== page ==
Gov. John Kasich, R-Ohio, in an interview Sunday hinted that he would consider leaving the Republican Party if its members don’t get their act together.
Kasich, who ran against President Trump in 2016, was the last man standing in Trump’s path for the presidency. He announced his decision to end his bid in May.
Kasich is widely seen as a Republican moderate.
“If the party can’t be fixed, Jake, then I’m not going to be able to support the party,” he told CNN’s Jake Tapper. “Period. That’s the end of it.”
Kasich made it clear that, in his opinion, the Democratic Party may not be a viable alternative. He said he has no “idea what the Democrats are for.”
'What I'm trying to do is struggle for the soul of the Republican Party the way that I see it,' Kasich said. 'And I have a right to define it, but I'm not going to support people who are dividers.'
Kasich failed to gain traction with GOP voters in a race dominated by Trump’s ability to seize on the electorate’s anger and disdain of political insiders. Although Kasich tried to pitch himself as the best Republican to take on Hillary Clinton, the weight of the anti-Trump faction never got behind him.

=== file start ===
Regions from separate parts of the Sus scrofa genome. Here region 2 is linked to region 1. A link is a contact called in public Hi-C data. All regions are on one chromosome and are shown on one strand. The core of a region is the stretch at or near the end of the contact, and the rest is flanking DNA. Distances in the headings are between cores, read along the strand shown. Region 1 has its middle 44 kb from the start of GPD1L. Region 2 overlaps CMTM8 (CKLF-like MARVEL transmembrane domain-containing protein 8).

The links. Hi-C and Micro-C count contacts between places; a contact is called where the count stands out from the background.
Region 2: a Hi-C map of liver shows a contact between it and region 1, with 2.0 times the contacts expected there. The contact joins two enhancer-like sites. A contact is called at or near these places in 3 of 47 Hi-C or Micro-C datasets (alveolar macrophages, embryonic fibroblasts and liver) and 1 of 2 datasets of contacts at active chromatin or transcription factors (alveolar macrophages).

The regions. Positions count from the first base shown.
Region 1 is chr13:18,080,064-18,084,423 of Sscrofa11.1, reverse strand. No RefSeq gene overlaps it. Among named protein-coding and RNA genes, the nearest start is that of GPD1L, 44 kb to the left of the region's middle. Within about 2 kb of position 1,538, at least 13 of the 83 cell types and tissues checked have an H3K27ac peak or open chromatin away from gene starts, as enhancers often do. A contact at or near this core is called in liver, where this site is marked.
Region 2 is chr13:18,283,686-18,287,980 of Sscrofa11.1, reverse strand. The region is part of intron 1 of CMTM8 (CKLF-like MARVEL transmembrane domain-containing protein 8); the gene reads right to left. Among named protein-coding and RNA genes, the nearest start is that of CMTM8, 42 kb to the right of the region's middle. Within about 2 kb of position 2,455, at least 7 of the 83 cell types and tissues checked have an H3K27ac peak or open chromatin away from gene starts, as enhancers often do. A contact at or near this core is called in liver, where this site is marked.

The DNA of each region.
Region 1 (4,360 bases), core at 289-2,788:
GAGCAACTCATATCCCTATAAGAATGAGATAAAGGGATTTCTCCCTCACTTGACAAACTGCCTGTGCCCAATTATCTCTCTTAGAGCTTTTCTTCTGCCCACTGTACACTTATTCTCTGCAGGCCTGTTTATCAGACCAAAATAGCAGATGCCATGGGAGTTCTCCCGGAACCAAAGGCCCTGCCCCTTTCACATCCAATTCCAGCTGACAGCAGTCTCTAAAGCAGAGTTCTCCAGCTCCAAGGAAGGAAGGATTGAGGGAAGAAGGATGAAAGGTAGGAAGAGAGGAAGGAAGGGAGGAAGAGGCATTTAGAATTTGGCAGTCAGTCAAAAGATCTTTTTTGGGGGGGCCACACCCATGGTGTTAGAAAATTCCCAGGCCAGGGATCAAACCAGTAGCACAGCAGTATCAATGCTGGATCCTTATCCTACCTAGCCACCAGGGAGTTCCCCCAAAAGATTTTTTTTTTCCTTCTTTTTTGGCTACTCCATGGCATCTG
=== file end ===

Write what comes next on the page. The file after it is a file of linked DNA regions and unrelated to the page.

Viewed widely as a longshot candidate from the start, Kasich’s popularity shot up after his strong second-place finish in New Hampshire’s primary in early February. But from the South to the Midwest, many voters were captivated by his boisterous rivals, and his efforts to cast himself as a nicer alternative fell short.
“The spirit, the essence of America lies in the hearts and souls of us,” he said. “Some missed this message. It wasn’t sexy, it wasn’t a great soundbite.”
The Associated Press contributed to this report